Football preparing for Western after near disaster

Gaels looking for strong showing on heels of tight win over Guelph

Pat Sheahan spoke to season ticket holders on Thursday ahead of Saturday's game against Western.
Pat Sheahan spoke to season ticket holders on Thursday ahead of Saturday's game against Western.
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As Guelph’s kicker stepped on the field to attempt a game-winning 32-yard field goal, Queen’s running back Jake Puskas could hardly watch.

“Honestly, I wasn’t even watching. I closed my eyes,” Puskas said during a Thursday afternoon press conference. “I knew it was a pretty low chance he was going to miss.”

After leading 33-14 going into the final quarter, the Gaels found themselves up by a point with one minute to go—and a Guelph field goal away—from moving to a 2-3 record. 

But when Guelph’s kicker booted it wide to give Queen’s the win, Puskus could finally let out a sigh of relief.

“You just know you did everything you could do to get the team the win,” he said.

For head coach Pat Sheahan, the missed kick was a stroke of luck.

“I looked up closely and there was a shadow of a moose in between the ball and the goalpost,” Sheahan said.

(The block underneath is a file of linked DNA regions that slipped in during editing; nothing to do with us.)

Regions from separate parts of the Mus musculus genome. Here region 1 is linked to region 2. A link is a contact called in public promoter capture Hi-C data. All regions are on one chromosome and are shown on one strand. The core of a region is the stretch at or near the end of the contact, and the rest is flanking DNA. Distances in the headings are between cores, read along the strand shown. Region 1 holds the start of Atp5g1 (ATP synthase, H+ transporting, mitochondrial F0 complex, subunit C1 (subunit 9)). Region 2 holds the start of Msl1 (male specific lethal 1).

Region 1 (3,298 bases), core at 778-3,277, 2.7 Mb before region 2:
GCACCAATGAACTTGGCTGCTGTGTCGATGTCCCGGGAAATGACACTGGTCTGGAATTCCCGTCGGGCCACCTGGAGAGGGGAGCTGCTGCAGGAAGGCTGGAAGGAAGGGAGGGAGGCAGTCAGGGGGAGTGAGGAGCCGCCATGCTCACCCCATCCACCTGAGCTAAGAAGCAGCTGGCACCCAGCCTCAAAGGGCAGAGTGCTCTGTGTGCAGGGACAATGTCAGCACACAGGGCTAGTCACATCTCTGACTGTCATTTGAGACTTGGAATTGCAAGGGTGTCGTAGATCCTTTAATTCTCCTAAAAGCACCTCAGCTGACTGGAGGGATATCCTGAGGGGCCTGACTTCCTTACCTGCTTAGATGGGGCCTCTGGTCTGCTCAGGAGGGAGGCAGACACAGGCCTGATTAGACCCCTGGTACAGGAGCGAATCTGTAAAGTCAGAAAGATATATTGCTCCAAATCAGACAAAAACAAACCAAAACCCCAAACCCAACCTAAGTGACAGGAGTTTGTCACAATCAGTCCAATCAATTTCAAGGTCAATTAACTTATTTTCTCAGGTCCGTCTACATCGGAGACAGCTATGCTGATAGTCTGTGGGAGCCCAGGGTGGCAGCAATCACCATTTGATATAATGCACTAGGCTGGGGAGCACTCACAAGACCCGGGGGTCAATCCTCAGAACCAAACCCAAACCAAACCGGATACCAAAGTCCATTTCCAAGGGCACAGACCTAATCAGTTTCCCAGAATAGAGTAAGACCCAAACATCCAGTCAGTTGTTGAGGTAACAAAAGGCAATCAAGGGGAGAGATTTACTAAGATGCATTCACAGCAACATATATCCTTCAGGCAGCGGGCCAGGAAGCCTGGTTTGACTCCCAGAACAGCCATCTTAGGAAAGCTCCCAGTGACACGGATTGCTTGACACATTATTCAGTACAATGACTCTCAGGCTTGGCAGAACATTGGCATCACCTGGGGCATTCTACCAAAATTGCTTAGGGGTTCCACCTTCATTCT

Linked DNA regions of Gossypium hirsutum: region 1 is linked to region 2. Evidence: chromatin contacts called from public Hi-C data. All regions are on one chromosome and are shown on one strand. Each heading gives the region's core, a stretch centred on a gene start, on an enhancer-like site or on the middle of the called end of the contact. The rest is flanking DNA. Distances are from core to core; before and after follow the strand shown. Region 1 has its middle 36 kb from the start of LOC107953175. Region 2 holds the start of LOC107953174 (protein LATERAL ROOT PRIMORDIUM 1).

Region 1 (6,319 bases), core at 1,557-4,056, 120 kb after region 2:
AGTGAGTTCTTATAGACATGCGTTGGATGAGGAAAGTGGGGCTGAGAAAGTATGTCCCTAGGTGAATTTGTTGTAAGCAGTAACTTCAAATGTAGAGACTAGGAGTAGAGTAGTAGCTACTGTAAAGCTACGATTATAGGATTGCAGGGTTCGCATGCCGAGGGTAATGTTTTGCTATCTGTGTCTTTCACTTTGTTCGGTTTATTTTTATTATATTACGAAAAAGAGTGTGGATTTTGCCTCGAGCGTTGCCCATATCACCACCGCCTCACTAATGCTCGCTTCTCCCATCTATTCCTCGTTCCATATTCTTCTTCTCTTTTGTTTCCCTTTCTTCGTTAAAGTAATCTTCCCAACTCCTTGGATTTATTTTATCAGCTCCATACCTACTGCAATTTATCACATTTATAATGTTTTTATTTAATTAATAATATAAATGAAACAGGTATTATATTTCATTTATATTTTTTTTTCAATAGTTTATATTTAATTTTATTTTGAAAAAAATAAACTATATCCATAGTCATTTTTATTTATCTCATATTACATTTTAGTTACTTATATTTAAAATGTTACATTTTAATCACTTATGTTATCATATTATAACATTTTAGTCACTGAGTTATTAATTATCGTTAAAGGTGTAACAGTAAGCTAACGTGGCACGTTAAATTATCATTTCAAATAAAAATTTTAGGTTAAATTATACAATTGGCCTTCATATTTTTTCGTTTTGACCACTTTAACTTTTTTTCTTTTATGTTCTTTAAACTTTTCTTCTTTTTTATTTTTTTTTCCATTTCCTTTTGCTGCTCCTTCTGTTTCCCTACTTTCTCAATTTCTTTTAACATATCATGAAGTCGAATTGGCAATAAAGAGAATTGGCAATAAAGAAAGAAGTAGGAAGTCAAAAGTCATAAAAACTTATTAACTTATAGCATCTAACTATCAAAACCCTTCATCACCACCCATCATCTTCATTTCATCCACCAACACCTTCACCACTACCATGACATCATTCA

Now with a 3-2 record, the Gaels are preparing to host the 4-0 Western Mustangs. The Mustangs, along with fourth-year quarterback Chris Merchant, won last year’s Vanier Cup and have shown few signs of slowing down so far this season. 

Sheahan, through 19 years of coaching Queen’s against Western, is aware what’s coming their way on Saturday.

“We can’t put in an 80 per cent effort against these guys,” Sheahan said. “One of the things over the years that’s characterized them is that they don’t give you a ball game.”

While the two have had very different success rates this season, both team’s overall statistics spotlight their strengths. Queen’s passing game has proven to be one of the strongest in the OUA—the Gaels have totalled 1,589 receiving yards to Western’s 889.

But what may be the difference this weekend’s game is Western’s OUA-best defense. Through four games, the Mustangs have allowed 39 points, leaving them with an average of 9.75 points-against per game. Meanwhile, the Gaels have allowed 146 points over their first five games.

A ray of hope for the Gaels is Western’s experience on the road this year. In their first away game against Carleton—a team the Gaels lost to by just three points earlier this season—the Mustangs narrowly won 26-23, and in overtime, no less.

Considering Western’s pedigree and current talent, Sheahan remains realistic heading into the Gaels’ third-last game of the season.

“We’re up against a great team. You gotta be in it,” Sheahan said. “It can’t be a game where we could’ve, should’ve, or would’ve. You gotta deliver against these great teams.”

Irrespective of whether the Gaels find success this weekend, Sheahan will be using the game as a gauge for where his team is at. After Saturday, they’ll have just two games left in their season—and a big push for the playoffs awaiting them.

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